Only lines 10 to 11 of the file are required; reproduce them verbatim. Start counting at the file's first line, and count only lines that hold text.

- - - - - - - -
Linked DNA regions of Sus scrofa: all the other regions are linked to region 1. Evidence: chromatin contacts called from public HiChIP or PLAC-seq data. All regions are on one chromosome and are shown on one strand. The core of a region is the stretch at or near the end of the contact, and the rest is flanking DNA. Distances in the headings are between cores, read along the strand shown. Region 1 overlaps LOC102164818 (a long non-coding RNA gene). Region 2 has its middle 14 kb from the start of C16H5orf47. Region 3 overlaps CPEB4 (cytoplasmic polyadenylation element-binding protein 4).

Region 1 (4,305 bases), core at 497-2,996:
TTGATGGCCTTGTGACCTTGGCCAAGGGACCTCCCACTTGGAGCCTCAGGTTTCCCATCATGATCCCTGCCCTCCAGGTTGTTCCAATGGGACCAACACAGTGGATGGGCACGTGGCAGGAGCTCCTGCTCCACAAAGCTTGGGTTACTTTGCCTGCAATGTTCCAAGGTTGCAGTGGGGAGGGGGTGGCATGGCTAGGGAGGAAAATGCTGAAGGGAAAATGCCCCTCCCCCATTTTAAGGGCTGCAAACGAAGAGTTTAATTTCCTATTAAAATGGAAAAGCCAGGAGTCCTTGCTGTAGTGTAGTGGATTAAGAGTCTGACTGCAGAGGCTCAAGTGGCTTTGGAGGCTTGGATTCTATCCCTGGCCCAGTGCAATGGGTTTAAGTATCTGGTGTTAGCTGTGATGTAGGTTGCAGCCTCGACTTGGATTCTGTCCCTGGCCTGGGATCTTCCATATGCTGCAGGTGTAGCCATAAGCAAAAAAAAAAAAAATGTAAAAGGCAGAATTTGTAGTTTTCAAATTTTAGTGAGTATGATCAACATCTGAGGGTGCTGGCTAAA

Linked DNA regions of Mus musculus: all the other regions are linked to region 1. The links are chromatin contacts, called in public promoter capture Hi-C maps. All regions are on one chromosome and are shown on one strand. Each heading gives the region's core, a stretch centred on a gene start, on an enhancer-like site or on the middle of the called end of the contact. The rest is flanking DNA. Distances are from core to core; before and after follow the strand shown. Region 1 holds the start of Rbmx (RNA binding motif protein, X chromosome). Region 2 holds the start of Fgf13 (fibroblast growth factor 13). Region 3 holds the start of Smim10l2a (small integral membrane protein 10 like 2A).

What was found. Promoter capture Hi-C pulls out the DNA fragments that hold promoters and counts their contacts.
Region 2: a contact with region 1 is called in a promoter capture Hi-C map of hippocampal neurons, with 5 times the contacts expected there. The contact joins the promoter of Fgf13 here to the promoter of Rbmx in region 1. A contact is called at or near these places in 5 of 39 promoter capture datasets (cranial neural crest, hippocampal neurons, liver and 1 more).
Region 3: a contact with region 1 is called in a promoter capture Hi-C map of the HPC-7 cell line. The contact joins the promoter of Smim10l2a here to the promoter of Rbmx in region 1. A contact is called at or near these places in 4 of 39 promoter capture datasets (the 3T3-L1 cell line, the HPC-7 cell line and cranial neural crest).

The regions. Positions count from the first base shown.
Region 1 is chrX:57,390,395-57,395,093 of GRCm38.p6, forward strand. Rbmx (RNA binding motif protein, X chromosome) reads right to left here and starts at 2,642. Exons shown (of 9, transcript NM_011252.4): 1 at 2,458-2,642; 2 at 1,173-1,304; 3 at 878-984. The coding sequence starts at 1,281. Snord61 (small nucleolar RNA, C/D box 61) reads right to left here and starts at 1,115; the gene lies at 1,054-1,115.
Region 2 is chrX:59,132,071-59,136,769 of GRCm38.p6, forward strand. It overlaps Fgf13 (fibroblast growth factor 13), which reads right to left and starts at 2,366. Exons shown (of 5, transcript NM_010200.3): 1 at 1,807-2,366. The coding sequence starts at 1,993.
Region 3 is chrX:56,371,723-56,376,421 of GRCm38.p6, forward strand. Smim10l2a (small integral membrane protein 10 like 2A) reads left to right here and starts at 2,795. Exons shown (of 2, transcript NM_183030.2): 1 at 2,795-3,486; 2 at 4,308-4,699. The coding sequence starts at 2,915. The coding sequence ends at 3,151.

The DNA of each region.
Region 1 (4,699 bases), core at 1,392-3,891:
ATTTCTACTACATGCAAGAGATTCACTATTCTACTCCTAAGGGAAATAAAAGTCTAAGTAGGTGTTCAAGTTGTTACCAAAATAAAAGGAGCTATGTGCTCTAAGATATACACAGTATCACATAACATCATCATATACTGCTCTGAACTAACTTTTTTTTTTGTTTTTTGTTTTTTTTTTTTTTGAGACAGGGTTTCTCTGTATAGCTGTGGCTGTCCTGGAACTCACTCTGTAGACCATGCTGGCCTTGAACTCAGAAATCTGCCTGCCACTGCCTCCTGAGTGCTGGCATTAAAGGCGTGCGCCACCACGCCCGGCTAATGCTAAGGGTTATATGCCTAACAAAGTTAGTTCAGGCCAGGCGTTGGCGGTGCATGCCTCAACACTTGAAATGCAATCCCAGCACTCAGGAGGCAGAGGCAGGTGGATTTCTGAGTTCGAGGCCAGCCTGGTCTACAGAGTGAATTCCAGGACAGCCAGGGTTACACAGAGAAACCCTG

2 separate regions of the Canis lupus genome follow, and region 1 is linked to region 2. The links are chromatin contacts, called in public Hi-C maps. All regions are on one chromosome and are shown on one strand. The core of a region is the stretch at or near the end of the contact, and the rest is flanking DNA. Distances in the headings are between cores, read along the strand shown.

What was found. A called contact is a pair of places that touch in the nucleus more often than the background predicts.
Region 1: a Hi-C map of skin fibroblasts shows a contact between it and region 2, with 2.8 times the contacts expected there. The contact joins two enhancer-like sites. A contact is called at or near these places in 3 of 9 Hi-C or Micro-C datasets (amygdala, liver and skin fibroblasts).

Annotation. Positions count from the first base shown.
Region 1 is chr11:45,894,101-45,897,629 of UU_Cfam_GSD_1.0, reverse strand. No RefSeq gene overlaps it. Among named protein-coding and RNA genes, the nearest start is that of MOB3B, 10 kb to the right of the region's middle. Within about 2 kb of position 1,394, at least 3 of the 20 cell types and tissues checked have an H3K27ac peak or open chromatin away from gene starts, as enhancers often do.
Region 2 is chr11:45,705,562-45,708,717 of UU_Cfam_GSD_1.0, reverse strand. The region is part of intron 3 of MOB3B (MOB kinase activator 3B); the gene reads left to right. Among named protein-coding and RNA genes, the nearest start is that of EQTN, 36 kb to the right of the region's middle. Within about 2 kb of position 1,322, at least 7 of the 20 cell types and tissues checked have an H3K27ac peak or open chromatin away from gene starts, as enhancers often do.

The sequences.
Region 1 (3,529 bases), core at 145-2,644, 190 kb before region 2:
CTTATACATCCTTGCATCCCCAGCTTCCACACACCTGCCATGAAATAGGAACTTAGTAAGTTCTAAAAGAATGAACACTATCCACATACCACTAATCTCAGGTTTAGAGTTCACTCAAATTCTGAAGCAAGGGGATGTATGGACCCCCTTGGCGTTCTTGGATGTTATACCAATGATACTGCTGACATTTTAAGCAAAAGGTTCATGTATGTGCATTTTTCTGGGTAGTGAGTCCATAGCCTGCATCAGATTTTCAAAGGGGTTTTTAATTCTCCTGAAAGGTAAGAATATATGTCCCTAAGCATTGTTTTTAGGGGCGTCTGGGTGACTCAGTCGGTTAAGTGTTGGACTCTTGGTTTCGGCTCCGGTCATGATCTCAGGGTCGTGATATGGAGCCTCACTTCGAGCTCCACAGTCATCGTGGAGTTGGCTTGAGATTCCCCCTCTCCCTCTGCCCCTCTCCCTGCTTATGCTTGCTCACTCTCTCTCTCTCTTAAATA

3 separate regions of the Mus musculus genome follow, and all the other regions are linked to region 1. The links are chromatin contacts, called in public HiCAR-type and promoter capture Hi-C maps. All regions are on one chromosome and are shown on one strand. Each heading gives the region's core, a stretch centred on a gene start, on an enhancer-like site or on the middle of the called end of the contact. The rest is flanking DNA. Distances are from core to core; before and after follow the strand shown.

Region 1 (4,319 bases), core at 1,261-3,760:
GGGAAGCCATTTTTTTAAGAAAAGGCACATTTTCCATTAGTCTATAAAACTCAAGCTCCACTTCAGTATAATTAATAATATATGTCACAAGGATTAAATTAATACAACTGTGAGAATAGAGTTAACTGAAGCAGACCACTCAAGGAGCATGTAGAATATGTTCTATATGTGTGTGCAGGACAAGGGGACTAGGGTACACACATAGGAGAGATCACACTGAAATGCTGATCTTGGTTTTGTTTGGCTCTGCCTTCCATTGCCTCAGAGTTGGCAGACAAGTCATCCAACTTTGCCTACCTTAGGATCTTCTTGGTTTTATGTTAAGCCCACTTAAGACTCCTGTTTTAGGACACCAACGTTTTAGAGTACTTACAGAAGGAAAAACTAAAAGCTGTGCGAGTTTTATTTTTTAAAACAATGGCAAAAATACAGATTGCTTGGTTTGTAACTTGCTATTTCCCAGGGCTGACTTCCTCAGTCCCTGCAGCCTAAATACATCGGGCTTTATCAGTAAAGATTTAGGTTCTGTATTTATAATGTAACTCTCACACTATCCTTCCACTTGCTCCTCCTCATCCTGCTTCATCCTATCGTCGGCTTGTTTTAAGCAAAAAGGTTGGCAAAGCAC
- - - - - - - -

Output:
Region 2 is chrX:59,132,071-59,136,769 of GRCm38.p6, forward strand. It overlaps Fgf13 (fibroblast growth factor 13), which reads right to left and starts at 2,366. Exons shown (of 5, transcript NM_010200.3): 1 at 1,807-2,366. The coding sequence starts at 1,993.
Region 3 is chrX:56,371,723-56,376,421 of GRCm38.p6, forward strand. Smim10l2a (small integral membrane protein 10 like 2A) reads left to right here and starts at 2,795. Exons shown (of 2, transcript NM_183030.2): 1 at 2,795-3,486; 2 at 4,308-4,699. The coding sequence starts at 2,915. The coding sequence ends at 3,151.